Y: Don, I hate ants.
D: Why is that, Yaël?
Y: They are all over my kitchen counter.
D: That's probably because you left food out for them to find. Once one ant finds food, it leaves a pheromone scent trail so others can find the way with their antennae.
Y: They're certainly not wasting any time. Those antennae are good detectors.
D: Did you know that ant antennae not only pick up information, they can also give information.
Y: Really? I didn't realize that.
D: One hundred twenty five years ago, it was first discovered that antennae were being used to receive chemical information through touch. I guess everyone just assumed that was their only purpose.
Y: So, no one did any research to see if they had another function?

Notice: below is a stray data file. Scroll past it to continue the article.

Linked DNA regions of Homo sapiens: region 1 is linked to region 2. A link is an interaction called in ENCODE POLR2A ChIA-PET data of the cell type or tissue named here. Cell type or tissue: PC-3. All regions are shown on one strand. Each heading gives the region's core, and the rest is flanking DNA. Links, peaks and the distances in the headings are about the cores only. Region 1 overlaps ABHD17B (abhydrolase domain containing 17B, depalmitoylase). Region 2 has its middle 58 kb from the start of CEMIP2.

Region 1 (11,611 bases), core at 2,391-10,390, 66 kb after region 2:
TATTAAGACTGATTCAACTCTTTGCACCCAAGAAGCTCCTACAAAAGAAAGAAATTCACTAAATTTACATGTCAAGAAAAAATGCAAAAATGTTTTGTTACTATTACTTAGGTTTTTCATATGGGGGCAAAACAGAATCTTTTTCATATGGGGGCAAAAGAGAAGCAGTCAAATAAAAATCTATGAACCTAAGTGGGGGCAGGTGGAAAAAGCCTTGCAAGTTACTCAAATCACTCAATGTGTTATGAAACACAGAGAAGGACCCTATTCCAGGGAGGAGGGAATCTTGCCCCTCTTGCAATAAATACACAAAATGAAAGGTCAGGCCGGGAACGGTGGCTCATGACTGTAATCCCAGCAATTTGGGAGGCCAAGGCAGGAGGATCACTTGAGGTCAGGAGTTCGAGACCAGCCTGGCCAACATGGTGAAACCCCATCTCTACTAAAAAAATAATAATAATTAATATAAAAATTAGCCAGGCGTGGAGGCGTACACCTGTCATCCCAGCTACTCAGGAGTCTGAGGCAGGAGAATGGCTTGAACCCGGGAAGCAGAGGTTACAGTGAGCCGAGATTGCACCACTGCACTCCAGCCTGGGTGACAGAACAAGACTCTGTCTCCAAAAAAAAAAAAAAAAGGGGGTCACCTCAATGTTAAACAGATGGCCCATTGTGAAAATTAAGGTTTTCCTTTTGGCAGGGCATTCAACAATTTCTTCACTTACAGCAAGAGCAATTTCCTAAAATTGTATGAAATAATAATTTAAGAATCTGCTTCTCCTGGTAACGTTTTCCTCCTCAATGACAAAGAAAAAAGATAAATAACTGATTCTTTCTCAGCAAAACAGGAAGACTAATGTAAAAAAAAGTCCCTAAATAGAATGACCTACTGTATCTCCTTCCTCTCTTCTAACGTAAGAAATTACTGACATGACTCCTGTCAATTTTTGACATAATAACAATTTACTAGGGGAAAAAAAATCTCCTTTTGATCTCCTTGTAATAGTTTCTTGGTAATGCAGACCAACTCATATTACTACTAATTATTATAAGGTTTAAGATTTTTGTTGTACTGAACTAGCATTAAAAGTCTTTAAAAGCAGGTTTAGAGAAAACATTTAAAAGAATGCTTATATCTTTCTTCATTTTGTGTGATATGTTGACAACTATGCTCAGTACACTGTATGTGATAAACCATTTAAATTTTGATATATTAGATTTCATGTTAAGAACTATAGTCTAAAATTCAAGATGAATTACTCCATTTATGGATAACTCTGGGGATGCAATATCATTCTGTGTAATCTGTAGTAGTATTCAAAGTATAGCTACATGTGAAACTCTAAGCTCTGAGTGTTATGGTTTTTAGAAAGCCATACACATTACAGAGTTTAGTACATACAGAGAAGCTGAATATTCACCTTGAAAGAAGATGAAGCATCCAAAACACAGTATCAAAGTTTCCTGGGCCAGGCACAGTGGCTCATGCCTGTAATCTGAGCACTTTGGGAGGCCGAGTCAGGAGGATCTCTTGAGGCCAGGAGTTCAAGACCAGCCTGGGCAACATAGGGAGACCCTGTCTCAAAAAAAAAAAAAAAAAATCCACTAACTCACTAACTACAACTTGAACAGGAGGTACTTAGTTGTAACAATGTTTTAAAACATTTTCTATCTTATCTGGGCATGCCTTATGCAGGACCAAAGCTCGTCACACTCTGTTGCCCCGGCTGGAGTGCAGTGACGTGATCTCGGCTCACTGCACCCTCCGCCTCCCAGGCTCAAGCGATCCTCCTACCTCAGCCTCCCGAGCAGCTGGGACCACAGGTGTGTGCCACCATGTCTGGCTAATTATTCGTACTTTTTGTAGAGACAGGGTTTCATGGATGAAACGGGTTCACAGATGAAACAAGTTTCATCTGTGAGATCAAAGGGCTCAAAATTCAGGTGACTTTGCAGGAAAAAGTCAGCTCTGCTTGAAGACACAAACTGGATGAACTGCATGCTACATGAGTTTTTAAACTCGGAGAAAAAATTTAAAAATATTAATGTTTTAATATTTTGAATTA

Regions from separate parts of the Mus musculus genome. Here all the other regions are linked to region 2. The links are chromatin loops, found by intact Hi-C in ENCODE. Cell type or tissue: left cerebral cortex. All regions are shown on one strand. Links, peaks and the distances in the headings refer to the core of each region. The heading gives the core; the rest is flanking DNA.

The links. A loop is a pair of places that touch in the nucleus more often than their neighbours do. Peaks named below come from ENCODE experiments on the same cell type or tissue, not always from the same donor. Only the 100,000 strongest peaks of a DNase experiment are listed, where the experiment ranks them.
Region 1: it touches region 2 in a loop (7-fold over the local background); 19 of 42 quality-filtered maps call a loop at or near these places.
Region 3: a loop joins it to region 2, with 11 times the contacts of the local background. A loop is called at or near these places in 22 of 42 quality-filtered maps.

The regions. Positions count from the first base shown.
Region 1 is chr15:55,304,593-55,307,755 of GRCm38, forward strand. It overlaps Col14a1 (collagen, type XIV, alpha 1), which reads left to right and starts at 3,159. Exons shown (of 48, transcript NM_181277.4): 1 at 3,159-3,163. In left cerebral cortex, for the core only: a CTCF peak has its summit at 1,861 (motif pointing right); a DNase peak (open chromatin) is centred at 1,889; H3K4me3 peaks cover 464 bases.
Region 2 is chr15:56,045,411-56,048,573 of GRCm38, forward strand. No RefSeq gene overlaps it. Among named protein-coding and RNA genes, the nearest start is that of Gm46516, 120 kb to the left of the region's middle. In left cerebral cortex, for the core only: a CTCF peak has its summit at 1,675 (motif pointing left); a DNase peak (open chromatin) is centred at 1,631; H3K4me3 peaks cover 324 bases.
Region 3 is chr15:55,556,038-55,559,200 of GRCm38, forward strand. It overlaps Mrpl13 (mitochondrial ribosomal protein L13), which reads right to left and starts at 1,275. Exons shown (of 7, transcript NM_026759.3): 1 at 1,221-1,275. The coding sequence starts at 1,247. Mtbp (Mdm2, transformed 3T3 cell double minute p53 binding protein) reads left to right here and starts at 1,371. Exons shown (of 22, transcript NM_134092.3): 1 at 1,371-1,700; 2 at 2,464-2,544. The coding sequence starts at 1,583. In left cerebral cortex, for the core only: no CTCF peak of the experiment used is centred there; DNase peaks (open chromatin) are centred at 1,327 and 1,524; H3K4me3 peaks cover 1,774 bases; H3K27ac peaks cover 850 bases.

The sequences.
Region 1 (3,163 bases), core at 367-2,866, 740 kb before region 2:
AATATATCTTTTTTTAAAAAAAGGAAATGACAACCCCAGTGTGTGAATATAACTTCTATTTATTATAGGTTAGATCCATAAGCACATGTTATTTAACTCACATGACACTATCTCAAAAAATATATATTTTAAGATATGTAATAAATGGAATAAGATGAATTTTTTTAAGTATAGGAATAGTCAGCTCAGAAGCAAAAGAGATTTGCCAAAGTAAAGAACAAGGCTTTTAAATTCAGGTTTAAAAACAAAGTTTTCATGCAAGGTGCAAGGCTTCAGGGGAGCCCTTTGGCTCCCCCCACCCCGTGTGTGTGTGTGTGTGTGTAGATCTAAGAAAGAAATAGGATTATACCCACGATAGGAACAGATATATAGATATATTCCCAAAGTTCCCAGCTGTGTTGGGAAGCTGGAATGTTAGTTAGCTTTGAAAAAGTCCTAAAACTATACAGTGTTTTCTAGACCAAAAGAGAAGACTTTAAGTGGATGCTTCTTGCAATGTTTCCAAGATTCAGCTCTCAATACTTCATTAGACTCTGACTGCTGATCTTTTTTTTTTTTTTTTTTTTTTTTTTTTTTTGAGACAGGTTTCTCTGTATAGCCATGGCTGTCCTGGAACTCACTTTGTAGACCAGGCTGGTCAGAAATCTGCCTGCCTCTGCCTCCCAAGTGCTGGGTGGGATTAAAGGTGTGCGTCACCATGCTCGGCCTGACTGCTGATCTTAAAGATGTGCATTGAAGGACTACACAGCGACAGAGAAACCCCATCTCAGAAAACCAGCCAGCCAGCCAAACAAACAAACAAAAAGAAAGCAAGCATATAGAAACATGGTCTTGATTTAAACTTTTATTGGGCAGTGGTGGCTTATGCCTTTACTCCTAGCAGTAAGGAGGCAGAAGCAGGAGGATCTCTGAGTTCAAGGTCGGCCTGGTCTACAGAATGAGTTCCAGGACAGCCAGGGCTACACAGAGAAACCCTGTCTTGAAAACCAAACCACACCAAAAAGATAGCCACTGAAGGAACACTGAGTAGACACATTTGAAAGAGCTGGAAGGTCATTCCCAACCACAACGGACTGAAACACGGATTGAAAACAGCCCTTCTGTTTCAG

D: Not until University of Melbourne scientists conducted some experiments. Ants have a waxy layer that covers their body made of cuticular hydrocarbon molecules. These unique hydrocarbons protect the ants from dehydration, and identify which colony each ant is from. Identification is important so that foreign ants or other insects don't invade the colony. Since the antennae are also covered with hydrocarbons, scientists wondered what would happen if they removed the covering just from the antennae.
Y: Let me guess. Ants couldn't tell each other's colony identity.
D: That's right. Ants use only their antenna hydrocarbons to tell other ants which colony an individual is from.
Y: So, how do I communicate to the ants that they are in my colony, and I want them out of my kitchen?D: I don't think we have the answer to that one, Yaël.